Every Flight Resolution: Look Out the Window

By Scott Spangler on December 26th, 2022

Here’s hoping you had a happy Christmas, and that Mother Nature’s preparatory frosty whiteout didn’t deprive you the company of traveling to family and friends. With them on their way home, and the Christmas clutter cleared away, contemplating resolutions might be on your to-do list of New Year’s preparations. If you’re a current and active pilot, might I recommend the recently published Advisory Circular 90-48E, Pilots’ Role in Collision Avoidance.

NTSB Safety Alert SA-058 said: “The ‘see-and-avoid’ concept has long been the foundation of midair collision prevention. However, the inherent limitations of this concept, including human limitations, environmental conditions, aircraft blind spots, and operational distractions, leave even the most diligent pilot vulnerable to the threat of a midair collision with an unseen aircraft.”

The accident that inspired this alert involved two air tour aircraft in Alaska, but the NTSB’s recommendion works for any aircraft that operates in “congested airspace,” like the airspace around an airport—ADS-B with a Traffic Advisory System that “would provide significant advance warning….” Even with such a system, once warned pilots still need to look away from the ADS-B screen and out the window to locate the traffic with the Mark 1 eyeball.

The benefit of ADS-B is that it gives pilots a relative bearing on which they should begin their search. Reviewing the circular’s “Human Limitations Affecting See-and-Avoid” can improve the quality of the visual investigation if pilots address such things as blind spots by moving their head or repositioning a high or low wing to see what’s on the other side of the obstruction.

Avionics aside, the circular reinforces the reality that the human eye is “the most advanced piece of flight equipment in any aircraft” because “the number one cause of midair collisions is the failure to adhere to see-and-avoid concept, efficient use of visual techniques, and knowledge of the eye’s limitations.” Ignoring these aspects of looking out the window are the foundation of visual complacency. As most pilots know, and sometimes learn when it’s too late, complacency kills.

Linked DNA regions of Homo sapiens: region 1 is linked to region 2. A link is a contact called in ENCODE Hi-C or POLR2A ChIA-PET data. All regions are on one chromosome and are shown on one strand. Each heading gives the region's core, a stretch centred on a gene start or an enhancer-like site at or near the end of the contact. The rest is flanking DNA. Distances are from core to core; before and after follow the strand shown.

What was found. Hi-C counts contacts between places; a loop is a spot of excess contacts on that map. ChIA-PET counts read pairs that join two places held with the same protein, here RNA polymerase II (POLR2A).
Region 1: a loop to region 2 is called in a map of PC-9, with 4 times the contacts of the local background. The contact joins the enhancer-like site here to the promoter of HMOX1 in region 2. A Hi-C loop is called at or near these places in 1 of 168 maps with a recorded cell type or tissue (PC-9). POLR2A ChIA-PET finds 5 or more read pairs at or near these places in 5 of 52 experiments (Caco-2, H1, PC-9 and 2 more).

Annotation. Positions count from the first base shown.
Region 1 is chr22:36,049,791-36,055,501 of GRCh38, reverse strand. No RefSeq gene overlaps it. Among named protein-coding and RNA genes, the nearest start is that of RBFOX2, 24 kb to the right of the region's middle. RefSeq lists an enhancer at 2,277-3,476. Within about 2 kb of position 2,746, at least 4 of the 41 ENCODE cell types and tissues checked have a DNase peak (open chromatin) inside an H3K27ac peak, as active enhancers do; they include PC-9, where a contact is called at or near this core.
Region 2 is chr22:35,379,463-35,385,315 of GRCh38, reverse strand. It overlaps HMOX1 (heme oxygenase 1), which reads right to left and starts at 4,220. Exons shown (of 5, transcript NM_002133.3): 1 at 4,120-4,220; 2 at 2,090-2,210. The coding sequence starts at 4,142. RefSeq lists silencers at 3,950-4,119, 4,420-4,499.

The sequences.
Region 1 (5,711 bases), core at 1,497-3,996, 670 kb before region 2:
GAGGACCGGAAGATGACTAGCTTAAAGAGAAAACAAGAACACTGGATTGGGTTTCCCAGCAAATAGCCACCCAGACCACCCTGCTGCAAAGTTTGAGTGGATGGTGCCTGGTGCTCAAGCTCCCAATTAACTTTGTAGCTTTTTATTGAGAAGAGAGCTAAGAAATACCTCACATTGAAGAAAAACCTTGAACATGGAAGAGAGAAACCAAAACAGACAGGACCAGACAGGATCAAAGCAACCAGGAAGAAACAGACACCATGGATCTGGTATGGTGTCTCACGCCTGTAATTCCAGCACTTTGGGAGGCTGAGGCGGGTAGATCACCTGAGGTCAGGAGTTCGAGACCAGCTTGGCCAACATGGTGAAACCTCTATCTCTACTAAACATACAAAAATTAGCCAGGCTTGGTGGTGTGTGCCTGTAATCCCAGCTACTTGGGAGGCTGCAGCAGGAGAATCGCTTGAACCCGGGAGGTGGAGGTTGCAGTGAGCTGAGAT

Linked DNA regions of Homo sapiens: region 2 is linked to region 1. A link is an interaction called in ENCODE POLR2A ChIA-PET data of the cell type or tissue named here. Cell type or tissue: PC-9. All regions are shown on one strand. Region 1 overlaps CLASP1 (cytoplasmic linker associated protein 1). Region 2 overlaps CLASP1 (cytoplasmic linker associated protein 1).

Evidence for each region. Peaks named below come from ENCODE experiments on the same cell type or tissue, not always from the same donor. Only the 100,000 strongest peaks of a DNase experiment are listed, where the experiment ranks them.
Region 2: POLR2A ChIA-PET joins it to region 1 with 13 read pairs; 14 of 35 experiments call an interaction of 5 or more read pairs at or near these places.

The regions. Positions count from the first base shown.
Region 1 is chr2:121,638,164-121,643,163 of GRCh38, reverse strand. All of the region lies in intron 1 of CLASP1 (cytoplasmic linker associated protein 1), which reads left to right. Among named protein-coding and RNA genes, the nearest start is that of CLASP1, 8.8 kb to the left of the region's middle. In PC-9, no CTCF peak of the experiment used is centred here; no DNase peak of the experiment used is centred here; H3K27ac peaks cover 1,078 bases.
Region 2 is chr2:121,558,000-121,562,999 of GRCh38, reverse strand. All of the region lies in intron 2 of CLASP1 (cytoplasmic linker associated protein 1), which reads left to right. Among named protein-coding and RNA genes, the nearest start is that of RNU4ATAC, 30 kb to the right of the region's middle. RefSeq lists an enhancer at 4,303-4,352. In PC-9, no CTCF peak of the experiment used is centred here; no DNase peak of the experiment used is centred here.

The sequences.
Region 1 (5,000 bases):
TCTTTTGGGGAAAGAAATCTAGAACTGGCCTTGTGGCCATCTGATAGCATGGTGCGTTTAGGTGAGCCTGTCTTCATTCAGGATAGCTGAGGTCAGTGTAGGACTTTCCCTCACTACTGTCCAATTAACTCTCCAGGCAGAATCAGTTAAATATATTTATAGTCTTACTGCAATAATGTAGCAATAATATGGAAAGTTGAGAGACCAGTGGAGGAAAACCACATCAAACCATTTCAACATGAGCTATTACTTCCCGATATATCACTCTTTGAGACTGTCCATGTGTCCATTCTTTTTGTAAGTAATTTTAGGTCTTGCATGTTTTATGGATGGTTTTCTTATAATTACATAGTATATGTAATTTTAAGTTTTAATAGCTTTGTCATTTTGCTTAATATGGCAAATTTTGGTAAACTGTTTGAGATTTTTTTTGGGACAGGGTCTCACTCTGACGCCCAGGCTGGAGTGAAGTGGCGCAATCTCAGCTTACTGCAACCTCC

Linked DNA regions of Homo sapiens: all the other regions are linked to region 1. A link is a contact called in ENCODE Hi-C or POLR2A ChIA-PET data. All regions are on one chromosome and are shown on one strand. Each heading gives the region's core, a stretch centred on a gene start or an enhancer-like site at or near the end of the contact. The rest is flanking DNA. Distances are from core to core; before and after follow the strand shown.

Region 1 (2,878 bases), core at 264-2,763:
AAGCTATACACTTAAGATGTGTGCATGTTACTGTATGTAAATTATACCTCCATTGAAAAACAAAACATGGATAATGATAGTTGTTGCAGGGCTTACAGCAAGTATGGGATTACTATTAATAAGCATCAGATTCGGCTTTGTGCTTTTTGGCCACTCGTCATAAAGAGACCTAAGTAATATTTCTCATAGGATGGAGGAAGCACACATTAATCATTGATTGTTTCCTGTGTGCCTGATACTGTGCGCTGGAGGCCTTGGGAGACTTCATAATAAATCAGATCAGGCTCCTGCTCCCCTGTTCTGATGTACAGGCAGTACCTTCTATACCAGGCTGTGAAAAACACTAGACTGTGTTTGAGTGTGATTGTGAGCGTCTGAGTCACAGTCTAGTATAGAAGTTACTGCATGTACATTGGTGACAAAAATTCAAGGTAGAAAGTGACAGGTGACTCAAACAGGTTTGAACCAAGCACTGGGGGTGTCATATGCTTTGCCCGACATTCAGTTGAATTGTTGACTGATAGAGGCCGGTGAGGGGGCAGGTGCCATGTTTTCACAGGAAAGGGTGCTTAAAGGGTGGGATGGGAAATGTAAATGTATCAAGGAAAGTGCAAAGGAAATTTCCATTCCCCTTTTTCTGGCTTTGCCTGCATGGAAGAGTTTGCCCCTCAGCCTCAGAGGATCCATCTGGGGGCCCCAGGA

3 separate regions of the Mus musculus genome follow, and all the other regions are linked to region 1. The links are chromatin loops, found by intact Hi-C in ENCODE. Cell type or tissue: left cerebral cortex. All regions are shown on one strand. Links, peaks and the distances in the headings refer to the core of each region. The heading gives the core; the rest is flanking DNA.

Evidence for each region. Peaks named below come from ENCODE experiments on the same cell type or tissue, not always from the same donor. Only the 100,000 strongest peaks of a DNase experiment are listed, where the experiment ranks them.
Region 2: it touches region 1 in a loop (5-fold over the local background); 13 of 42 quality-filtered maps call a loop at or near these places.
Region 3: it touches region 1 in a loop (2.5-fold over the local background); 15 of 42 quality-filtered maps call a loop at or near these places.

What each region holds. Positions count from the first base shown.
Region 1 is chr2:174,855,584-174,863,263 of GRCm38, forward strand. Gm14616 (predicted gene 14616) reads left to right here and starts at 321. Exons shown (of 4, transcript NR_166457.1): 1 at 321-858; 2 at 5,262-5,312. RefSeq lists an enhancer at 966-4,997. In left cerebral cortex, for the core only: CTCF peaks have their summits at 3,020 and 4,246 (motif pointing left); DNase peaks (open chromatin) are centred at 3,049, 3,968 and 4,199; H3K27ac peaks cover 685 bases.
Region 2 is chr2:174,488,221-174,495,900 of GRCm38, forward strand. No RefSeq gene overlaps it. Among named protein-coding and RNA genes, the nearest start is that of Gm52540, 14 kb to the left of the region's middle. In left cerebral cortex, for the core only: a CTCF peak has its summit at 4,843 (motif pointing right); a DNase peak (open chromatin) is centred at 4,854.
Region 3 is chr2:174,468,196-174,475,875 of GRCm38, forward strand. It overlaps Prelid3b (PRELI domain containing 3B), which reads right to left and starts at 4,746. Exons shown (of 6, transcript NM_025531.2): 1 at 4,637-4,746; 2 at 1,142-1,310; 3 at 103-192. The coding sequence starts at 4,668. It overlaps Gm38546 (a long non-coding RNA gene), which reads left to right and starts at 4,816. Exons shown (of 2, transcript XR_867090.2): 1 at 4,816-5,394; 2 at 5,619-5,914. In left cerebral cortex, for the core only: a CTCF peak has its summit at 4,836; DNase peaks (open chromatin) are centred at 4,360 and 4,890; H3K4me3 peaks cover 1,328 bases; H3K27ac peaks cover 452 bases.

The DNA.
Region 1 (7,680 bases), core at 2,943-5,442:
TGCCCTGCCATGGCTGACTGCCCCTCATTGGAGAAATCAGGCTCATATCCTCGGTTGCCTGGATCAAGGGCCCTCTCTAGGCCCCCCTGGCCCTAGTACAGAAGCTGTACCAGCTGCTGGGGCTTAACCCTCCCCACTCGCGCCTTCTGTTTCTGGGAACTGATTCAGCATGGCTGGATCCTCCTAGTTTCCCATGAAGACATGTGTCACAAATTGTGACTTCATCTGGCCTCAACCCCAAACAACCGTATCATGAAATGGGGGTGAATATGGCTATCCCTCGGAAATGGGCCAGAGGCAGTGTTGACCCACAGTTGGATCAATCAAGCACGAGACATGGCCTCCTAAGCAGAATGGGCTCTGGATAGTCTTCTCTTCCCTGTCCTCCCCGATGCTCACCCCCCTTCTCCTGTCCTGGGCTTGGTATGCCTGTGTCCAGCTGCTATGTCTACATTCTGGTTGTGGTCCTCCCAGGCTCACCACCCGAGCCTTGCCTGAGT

Key to a successful see-and-avoid search are the six conditions on which detecting airborne objects depend:

  • Image size—portion of the visual field filled by the object.
  • Luminance—degree of brightness of the object.
  • Contrast—difference between object and background brightness, color, and shape.
  • Adaptation—degree to which the eyes adjust to surrounding illumination.
  • Motion—velocity of the object, the observer, or both.
  • Exposure time—length of the time the object is exposed to view.

(If you’re really interested in learning more, the Scott Air Force Base Midair Collision Avoidance Pamphlet is more than worth the time it takes to read its 27 pages, 7 of which are dedicated to Scott’s airspace.)

Regardless of a pilot’s visual acuity, whether one is 20/15 or 20/400 corrected to 20/40, every eye needs time to accommodate and refocus on an object once detected. The circular includes an Aircraft Identification and Reaction Time Chart that was, literally, an eye opener—12.5 seconds between seeing the objects and the aircraft reacting to the pilot inputs to avoid it.

Then it delves into the other visual challenges pilots should always be aware of. Among them are empty-field myopia, tunnel vision, and the blossom effect, where two aircraft on a collision course appear virtually motionless until they suddenly explode in size, too often when it’s too late to avoid the collision.

And avoiding collisions in 2023 seems a pretty good resolution for all of us, in the air and on the ground whether we’re in an aircraft or some terrestrial transporter heading off to some holiday celebration. So why not make time to click the AC’s link and refresh and expand your knowledge of the components of see-and-avoid. May you all have a happy and safe New Year! –Scott Spangler, Editor


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One Response to “Every Flight Resolution: Look Out the Window”

  1. Ken Says:

    Brilliant article, would love to see more like this. alerted see and avoid us the most effective way to avoid mid air collisions for most pilots, using a correct ALAP scan.

    Even during my military training they overwhelmed us with gadgets like TCAS, IPads, (and even traffic alerts from air battle controllers using a TPS77 Radar which just seemed ridiculous flying CT4Bs at 120KTS), but it was always drilled into us ALAP, 90% of the time should be spend looking out and scanning, especially before any manouvering

    I’ve written a few articles about lookout on my blog, but will definitely be referencing this article in future

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